West Pittston – a northern Pennsylvania town of about 5,000 residents – is bordered by the Susquehanna River. After the region flooded 40 years ago, residents were offered a choice to build a levee or to leave the town unprotected to maintain the picturesque river views.
At the time, the consensus of both town residents and government officials was to keep the views, although most neighboring towns elected to build levees.
In 2011, the decision cost West Pittston dearly. Following Tropical Storm Lee, many houses were flooded up to second-story heights, according to The New York Times. Many residents lost all of their possessions.
Now, the residents of West Pittston may lose something else: their flood insurance.
The Federal Emergency Management Agency (FEMA) recently announced that unless West Pittston made significant improvements to its flood management program by Dec. 1, the town would be put on probation with the National Flood Insurance Program (NFIP). If FEMA determines that the town hasn't made enough headway by the end of the probationary period, the town could be suspended from the national program, forcing residents to seek high-priced, hard-to-get private insurance.
If you live in a flood-prone area, could you lose your national flood insurance, too? Here’s what you should know.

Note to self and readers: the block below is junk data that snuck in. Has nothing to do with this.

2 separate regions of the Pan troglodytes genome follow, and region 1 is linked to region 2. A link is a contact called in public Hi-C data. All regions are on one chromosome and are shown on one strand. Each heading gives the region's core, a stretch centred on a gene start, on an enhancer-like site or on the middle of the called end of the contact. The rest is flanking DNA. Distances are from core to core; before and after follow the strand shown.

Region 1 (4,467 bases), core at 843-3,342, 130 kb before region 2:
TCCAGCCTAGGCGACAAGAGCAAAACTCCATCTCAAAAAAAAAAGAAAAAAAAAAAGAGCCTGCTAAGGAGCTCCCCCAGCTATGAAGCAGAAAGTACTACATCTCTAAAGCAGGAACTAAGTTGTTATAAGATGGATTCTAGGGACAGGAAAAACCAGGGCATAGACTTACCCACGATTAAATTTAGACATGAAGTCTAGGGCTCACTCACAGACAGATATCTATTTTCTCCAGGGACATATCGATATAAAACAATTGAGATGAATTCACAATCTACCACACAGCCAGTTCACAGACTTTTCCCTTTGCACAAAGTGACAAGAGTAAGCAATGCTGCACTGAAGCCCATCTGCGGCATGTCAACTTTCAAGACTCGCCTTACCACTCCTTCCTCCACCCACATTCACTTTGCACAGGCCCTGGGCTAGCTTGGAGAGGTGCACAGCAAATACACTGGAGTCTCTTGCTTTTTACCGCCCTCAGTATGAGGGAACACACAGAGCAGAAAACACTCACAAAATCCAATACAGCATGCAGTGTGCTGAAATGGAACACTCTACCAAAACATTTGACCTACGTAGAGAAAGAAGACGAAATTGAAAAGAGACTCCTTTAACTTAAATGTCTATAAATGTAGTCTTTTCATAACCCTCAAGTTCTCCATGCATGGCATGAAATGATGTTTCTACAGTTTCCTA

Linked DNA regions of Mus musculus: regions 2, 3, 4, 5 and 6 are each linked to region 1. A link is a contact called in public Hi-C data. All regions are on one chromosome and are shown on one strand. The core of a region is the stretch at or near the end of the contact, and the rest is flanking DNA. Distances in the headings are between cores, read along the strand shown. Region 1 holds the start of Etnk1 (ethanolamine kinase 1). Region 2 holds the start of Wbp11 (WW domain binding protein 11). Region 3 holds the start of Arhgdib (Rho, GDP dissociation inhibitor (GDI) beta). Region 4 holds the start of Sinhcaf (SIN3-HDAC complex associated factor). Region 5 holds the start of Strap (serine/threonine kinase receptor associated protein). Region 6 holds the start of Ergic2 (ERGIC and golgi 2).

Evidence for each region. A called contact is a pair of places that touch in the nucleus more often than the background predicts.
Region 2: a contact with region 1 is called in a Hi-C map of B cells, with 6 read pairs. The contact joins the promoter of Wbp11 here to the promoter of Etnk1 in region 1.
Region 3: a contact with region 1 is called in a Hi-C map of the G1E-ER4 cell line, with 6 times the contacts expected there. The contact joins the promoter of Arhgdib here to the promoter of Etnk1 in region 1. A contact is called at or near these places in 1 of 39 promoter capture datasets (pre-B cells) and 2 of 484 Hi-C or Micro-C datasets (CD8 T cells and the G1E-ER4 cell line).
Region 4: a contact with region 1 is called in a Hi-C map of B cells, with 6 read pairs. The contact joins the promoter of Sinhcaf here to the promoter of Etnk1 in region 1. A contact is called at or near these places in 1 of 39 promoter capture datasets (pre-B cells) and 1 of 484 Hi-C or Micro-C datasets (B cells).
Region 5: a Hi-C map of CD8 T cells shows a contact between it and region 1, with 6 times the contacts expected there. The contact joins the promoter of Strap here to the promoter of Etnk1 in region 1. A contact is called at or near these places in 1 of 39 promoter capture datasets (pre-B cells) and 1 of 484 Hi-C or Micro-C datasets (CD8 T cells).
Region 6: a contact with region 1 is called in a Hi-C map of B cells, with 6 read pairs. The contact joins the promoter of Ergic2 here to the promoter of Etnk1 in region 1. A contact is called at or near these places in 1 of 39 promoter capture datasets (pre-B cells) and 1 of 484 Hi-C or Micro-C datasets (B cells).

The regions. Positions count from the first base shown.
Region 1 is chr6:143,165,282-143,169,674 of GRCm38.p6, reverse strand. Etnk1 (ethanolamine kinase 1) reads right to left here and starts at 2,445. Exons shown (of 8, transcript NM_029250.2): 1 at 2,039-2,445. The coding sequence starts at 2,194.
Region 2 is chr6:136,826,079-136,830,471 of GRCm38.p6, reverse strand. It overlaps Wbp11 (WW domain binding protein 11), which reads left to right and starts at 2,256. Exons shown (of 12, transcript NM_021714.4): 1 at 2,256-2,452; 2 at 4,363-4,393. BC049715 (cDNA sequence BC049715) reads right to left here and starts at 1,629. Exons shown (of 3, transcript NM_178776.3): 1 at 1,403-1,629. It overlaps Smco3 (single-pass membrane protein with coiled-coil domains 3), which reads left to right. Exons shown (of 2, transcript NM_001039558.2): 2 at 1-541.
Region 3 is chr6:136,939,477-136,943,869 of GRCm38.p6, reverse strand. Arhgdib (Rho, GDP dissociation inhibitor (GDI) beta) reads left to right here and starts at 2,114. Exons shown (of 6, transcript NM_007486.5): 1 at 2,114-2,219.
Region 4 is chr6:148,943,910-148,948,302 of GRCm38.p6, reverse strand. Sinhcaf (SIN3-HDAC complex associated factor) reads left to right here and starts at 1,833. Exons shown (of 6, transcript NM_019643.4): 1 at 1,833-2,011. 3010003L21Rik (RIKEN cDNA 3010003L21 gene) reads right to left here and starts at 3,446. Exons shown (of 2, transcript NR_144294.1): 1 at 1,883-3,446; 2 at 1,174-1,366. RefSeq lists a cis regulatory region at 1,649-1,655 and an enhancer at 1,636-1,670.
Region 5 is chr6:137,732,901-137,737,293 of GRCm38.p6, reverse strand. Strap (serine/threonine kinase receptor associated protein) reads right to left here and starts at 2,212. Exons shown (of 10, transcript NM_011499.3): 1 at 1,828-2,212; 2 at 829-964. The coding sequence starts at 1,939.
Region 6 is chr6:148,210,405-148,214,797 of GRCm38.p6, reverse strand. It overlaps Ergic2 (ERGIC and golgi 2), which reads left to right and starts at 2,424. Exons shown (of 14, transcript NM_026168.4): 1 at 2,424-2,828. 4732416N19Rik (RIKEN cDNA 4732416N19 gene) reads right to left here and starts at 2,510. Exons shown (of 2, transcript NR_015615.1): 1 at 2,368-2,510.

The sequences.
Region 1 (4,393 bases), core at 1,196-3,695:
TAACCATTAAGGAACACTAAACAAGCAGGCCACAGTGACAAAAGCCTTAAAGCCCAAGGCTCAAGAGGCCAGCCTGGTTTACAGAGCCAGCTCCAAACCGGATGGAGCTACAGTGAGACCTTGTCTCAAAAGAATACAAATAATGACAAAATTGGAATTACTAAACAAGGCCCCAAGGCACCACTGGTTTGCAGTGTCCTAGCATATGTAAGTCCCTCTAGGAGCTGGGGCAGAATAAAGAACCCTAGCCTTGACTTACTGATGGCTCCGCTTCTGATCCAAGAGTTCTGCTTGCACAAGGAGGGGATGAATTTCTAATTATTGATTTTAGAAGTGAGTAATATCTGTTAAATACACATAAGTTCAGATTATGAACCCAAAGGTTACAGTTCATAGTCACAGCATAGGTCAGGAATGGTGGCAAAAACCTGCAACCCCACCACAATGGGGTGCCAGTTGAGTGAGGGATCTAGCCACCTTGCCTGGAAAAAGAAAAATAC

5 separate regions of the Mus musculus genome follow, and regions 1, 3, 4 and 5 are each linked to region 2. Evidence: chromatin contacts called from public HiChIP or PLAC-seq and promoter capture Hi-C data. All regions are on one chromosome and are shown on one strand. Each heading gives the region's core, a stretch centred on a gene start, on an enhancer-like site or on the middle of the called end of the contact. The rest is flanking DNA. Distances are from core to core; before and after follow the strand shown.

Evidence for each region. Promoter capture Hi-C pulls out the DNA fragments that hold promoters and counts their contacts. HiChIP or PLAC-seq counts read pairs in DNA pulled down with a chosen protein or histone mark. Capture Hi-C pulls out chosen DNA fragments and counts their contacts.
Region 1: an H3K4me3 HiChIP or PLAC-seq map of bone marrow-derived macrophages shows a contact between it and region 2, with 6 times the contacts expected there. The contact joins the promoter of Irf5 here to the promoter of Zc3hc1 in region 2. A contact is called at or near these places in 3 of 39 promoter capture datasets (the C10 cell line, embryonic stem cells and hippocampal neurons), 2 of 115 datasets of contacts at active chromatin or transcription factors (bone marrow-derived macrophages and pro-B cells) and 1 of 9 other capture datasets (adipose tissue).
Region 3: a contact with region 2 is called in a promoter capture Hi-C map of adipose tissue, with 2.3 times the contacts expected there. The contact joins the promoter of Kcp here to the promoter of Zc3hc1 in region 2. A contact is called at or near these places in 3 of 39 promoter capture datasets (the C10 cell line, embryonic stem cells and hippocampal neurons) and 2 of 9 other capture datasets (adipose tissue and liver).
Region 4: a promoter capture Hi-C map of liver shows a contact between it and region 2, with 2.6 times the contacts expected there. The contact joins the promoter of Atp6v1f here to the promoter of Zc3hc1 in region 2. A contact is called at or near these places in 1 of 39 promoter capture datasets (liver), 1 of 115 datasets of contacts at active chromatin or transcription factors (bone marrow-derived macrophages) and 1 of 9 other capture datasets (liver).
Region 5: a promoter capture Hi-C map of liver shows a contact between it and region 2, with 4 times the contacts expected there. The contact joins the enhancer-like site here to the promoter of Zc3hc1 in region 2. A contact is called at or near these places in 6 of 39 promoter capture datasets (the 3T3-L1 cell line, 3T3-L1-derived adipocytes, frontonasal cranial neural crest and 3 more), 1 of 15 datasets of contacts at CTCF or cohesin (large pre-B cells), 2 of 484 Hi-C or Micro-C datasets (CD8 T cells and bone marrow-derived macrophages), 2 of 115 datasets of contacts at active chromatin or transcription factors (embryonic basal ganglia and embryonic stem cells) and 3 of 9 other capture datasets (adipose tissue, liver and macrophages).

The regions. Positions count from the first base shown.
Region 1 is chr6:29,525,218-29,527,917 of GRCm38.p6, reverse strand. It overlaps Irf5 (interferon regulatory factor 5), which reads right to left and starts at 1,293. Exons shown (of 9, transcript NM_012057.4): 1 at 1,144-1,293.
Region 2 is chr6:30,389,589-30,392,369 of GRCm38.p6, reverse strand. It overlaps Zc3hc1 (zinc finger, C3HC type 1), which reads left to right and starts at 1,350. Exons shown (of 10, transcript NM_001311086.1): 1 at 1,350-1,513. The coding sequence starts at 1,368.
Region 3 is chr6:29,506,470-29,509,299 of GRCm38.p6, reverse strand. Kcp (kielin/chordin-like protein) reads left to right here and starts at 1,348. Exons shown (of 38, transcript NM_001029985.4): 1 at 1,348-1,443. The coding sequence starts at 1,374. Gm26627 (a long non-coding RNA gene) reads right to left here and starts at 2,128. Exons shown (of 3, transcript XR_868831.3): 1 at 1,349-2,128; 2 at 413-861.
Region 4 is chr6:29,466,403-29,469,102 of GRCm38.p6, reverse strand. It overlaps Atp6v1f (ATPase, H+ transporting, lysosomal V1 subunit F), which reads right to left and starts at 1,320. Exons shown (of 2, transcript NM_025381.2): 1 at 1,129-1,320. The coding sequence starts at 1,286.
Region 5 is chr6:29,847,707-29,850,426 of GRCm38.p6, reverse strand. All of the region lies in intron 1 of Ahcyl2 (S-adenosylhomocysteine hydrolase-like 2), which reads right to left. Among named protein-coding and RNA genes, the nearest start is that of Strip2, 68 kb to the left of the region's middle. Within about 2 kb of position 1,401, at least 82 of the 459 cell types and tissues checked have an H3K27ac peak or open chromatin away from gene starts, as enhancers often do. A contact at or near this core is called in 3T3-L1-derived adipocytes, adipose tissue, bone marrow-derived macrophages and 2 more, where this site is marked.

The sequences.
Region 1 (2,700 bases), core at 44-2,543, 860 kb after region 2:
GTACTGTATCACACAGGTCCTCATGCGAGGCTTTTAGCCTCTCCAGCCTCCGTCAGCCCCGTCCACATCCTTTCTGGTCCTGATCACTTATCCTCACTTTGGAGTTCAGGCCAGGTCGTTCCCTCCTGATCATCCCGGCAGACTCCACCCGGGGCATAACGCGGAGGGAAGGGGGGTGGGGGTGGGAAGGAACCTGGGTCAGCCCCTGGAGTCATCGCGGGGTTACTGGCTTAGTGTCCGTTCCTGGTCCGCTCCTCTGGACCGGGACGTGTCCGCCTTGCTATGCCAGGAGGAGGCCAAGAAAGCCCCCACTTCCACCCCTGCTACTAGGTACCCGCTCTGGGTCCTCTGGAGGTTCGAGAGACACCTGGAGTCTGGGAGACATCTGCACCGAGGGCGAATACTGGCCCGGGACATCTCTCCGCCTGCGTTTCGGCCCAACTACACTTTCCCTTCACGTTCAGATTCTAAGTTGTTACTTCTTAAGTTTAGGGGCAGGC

How the National Flood Insurance Program works
NFIP was developed in 1968 to provide subsidized flood insurance for people who live in high-risk flood areas, where private insurance is not available or is quite expensive. Standard home insurance policies don't cover flood damage. The federal program is administered by FEMA in partnership with more than 90 private insurance companies. Rates do not vary from company to company, but are based on a set of risk factors for your property.
Community participation in the program is voluntary, says Nicole Lick, senior mitigation planning specialist at FEMA. By participating in the program, they can gain access to more affordable flood insurance than they’d find on the private market, as well as access to disaster relief funds in case of major flooding.